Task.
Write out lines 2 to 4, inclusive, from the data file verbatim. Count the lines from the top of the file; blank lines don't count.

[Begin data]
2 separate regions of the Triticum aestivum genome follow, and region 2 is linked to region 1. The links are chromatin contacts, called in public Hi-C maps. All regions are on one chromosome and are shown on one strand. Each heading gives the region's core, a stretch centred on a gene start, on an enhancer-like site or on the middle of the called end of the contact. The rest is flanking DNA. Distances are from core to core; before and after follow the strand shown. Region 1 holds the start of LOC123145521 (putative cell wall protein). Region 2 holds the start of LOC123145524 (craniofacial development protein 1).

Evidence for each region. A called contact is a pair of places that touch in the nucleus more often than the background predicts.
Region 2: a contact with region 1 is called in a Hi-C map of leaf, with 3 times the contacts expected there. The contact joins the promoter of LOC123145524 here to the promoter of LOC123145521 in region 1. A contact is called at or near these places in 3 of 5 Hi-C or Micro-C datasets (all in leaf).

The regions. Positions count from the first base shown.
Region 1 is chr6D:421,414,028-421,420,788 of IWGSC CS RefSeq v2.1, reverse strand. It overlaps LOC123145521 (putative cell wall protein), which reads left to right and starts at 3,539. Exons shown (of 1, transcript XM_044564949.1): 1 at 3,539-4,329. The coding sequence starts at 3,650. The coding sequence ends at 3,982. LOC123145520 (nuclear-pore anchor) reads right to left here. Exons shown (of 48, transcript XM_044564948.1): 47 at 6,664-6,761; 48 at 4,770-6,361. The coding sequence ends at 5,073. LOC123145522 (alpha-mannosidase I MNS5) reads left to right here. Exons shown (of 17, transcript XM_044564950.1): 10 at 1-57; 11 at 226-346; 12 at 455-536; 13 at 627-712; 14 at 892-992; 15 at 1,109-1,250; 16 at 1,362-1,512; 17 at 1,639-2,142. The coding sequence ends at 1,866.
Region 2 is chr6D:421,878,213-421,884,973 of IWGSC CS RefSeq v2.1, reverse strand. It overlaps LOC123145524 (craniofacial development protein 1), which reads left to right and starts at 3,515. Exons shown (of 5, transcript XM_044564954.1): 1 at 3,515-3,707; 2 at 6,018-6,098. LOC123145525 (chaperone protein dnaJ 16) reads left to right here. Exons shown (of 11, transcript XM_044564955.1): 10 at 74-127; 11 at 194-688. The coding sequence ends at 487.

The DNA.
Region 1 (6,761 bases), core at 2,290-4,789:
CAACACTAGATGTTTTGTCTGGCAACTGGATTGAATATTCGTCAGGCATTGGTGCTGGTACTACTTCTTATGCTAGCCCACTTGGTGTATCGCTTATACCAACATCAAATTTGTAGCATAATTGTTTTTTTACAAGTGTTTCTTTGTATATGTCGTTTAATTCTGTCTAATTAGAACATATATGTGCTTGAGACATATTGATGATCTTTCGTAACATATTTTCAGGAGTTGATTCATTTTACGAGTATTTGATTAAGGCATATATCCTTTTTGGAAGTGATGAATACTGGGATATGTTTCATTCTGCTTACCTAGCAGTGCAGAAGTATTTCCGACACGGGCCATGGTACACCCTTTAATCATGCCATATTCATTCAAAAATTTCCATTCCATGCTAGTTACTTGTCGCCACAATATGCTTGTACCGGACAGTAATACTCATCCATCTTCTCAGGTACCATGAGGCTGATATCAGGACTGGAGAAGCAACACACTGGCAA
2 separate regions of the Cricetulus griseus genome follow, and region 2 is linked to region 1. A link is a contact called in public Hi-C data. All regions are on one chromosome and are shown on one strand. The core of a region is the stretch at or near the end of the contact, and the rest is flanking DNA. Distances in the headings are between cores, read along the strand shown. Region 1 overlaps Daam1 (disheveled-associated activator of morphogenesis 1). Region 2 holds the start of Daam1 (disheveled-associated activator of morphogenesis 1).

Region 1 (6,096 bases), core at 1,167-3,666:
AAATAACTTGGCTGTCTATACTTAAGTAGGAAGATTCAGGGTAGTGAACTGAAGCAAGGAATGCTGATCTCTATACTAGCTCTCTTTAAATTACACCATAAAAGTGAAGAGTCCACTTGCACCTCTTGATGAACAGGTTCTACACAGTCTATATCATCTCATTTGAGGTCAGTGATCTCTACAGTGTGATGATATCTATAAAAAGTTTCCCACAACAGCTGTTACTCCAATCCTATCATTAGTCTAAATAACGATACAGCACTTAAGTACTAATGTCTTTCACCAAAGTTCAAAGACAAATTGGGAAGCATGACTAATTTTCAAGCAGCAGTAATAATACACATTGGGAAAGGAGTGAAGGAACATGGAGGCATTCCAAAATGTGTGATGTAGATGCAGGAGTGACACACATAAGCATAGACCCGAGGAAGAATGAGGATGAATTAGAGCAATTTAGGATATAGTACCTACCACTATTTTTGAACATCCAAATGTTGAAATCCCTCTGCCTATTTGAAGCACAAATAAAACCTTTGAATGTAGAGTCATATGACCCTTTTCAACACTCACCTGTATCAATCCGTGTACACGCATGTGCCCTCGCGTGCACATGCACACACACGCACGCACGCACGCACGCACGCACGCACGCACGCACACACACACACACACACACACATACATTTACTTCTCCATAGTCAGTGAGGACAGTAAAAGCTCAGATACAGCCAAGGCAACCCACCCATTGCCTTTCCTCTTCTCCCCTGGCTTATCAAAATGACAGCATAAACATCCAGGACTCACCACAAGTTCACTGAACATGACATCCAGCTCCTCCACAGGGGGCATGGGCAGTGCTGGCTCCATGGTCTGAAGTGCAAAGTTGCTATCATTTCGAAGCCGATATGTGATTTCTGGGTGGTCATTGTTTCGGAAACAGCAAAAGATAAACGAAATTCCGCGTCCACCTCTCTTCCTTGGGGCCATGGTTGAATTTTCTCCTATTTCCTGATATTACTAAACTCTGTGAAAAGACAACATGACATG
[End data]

Evidence for each region. A called contact is a pair of places that touch in the nucleus more often than the background predicts.
Region 2: a contact with region 1 is called in a Hi-C map of leaf, with 3 times the contacts expected there. The contact joins the promoter of LOC123145524 here to the promoter of LOC123145521 in region 1. A contact is called at or near these places in 3 of 5 Hi-C or Micro-C datasets (all in leaf).

The regions. Positions count from the first base shown.